Isaac Kuhnberg is not my real name
I like to keep my everyday life and my writing life separate. My first book was published some years ago when I was the buyer in a bookshop, and I refused to stock it in case people who knew me identified me as the author.
I have four children
Two are boys and two are girls. My eldest daughter read one of my books once, and was dismayed to come across a character who lived on iceberg lettuce and tinned tuna – pretty much her own diet at the time. Naturally she assumed that the character was based on her. This is why I prefer to write under an assumed name – it frees me to use bits and pieces of my own experience without upsetting anyone.
I am also an illustrator
Last year I completed an MA course in children’s book illustration. My final project was about a boy who breaks into an antique shop and meets the ghosts of the family who used to run it. I am now mapping out a graphic novel of the same story, much expanded and aimed at an older audience.
I live most of the year in France
My house is in a remote part of South West France, surrounded by rolling hills and farmland. I live alone, which helps me to concentrate on writing and painting. Almost any creative work, in my experience, calls for a large degree of selfishness: writers in particular run the risk of becoming domestic tyrants.
I like being single
I am a widower. I gave up dating some years ago – it takes up too much time. Again, I am quite a selfish person. Whenever I have someone here to stay, I find myself longing for them to leave, so that I can go back to work.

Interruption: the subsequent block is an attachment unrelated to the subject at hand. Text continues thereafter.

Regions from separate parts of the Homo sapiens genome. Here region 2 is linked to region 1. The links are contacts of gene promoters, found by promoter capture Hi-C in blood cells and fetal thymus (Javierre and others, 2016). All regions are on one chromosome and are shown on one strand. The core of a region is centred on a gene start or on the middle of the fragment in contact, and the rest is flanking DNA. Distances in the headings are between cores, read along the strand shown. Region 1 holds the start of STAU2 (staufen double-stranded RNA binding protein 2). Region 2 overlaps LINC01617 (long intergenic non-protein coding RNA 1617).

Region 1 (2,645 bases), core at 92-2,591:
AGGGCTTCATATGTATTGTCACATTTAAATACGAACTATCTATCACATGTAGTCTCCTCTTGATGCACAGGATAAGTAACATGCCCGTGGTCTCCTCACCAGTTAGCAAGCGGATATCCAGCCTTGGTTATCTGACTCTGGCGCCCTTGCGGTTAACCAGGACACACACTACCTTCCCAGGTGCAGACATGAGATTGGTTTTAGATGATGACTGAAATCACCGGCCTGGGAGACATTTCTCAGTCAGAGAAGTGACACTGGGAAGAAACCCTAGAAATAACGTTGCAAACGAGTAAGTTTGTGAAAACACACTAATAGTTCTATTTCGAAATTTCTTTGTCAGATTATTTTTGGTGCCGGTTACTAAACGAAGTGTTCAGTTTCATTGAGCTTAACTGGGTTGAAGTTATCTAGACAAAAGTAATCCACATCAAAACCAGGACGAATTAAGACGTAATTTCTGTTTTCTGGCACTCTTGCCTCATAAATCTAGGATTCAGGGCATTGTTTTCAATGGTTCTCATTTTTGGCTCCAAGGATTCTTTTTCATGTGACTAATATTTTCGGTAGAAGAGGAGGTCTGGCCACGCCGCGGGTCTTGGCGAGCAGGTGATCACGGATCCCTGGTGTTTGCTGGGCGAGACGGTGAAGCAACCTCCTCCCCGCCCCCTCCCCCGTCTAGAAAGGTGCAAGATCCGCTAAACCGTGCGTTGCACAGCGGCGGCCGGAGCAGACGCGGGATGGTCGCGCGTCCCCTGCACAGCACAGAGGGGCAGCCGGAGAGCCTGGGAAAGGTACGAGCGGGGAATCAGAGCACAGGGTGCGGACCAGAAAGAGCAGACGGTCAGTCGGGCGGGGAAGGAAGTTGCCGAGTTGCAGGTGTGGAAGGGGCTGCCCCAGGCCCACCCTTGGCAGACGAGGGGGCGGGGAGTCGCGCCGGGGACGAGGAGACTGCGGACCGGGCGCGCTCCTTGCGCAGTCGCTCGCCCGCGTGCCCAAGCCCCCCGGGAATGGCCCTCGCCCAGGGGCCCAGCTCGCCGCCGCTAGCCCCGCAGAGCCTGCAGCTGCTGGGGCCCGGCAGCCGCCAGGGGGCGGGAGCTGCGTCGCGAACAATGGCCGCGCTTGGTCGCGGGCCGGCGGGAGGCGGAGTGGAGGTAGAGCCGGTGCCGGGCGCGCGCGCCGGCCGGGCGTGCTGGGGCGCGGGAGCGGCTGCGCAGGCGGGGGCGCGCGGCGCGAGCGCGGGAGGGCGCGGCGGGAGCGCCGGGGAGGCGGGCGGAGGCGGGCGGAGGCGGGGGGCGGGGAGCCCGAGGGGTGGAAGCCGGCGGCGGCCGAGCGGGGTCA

I am unemployable
Early in life I took a number of jobs – teaching, lecturing, journalism, bookselling – simply in order to pay the bills. I wasn’t much good at any of them. Not surprisingly I ended up working for myself, which suits me better. Three of my children hold down regular jobs, but my youngest is a freelance animator, and at the moment he lives pretty much from hand to mouth, much as I do myself.
I read all the time
I read books of all kinds: classics, modern novels, thrillers, biographies, histories. I also follow the news – obsessively: I depend on it to provide me with material. Here in rural France I have no access to a library or bookshop, but thanks to the internet I can download any book, research any subject I choose, listen to any amount of recorded music, and if I need to mend something I can watch a video tutorial. The value of the internet as a tool for human betterment can’t be exaggerated. It is also, of course, perfectly adapted to activities like spreading lies and propaganda, enabling criminal activities, and helping deranged people to find kindred spirits with whom to plot all kinds of wickedness. Over the next couple of centuries this technology is likely to exert more and more influence over our lives. It will either help us evolve into wiser and more tolerant human-beings, or drive us collectively mad – maybe both at the same time.
I can’t write realistic fiction